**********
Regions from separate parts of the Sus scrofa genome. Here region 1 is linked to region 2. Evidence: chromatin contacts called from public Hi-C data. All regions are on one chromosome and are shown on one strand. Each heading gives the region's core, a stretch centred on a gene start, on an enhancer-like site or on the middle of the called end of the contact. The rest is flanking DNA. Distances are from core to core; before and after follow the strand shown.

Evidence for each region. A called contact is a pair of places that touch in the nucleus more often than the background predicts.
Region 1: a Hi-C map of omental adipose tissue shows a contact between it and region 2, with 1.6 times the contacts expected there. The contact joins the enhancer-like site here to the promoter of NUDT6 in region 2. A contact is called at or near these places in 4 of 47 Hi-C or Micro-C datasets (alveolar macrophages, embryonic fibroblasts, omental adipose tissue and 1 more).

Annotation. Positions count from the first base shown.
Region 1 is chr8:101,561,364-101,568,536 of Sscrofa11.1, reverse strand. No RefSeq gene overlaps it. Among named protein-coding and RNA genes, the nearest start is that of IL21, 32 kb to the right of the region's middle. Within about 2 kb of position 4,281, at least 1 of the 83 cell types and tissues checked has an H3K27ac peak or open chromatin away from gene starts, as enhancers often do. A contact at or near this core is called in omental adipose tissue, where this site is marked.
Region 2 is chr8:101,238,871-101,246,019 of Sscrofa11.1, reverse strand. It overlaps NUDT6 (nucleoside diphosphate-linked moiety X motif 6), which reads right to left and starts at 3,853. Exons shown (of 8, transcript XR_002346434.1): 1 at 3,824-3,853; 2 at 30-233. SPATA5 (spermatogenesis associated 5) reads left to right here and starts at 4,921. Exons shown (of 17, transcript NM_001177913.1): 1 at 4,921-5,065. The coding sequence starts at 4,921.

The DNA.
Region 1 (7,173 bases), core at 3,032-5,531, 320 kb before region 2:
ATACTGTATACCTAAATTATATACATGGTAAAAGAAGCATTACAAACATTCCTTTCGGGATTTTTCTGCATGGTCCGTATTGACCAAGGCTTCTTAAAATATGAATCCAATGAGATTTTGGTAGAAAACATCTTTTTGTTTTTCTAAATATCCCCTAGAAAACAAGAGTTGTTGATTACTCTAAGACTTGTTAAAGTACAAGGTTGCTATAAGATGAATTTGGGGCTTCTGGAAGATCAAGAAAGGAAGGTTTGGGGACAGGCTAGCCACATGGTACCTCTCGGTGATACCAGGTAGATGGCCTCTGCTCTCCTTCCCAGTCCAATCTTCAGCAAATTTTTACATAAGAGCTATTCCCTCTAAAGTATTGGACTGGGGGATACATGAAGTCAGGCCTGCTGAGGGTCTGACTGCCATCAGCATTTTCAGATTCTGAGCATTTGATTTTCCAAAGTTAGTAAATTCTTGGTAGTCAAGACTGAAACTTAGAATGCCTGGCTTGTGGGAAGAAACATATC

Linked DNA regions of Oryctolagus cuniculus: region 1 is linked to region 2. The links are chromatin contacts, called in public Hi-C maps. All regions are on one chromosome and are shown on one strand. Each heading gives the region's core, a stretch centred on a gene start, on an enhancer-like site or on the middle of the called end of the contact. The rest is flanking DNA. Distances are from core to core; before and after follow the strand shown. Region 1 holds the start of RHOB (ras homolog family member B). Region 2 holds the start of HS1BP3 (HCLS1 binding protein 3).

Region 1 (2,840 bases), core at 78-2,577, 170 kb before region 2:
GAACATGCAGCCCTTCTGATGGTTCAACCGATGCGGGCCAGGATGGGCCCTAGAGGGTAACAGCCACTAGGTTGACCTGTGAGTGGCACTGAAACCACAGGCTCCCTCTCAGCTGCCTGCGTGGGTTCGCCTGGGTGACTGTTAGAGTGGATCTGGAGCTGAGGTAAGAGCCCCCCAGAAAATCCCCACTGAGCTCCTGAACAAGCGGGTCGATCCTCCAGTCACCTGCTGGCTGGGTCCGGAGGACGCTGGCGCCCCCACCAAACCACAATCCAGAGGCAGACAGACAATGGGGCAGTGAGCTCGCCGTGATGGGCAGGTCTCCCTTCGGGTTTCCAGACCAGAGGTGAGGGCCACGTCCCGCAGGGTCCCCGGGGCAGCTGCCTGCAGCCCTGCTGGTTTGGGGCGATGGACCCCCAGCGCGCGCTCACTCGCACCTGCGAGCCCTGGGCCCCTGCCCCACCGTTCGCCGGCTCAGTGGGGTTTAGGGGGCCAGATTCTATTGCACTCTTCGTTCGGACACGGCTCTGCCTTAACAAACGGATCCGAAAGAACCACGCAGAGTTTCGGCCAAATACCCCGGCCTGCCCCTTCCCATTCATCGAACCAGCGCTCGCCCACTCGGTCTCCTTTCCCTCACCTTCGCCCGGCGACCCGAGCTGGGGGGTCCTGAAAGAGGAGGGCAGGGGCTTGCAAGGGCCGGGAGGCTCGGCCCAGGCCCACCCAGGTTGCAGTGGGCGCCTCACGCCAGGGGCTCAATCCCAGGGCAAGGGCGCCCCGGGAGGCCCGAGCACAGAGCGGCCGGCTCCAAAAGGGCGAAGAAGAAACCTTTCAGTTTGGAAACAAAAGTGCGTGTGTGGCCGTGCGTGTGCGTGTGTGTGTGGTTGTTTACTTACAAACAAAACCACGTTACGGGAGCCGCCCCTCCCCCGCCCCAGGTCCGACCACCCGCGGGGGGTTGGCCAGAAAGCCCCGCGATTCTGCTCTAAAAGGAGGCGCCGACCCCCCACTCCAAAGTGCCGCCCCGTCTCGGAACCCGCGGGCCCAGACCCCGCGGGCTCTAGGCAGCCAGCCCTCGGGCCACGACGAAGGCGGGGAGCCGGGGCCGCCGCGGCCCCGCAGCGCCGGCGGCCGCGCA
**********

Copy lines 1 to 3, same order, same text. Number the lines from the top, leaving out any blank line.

Regions from separate parts of the Sus scrofa genome. Here region 1 is linked to region 2. Evidence: chromatin contacts called from public Hi-C data. All regions are on one chromosome and are shown on one strand. Each heading gives the region's core, a stretch centred on a gene start, on an enhancer-like site or on the middle of the called end of the contact. The rest is flanking DNA. Distances are from core to core; before and after follow the strand shown.

Evidence for each region. A called contact is a pair of places that touch in the nucleus more often than the background predicts.
Region 1: a Hi-C map of omental adipose tissue shows a contact between it and region 2, with 1.6 times the contacts expected there. The contact joins the enhancer-like site here to the promoter of NUDT6 in region 2. A contact is called at or near these places in 4 of 47 Hi-C or Micro-C datasets (alveolar macrophages, embryonic fibroblasts, omental adipose tissue and 1 more).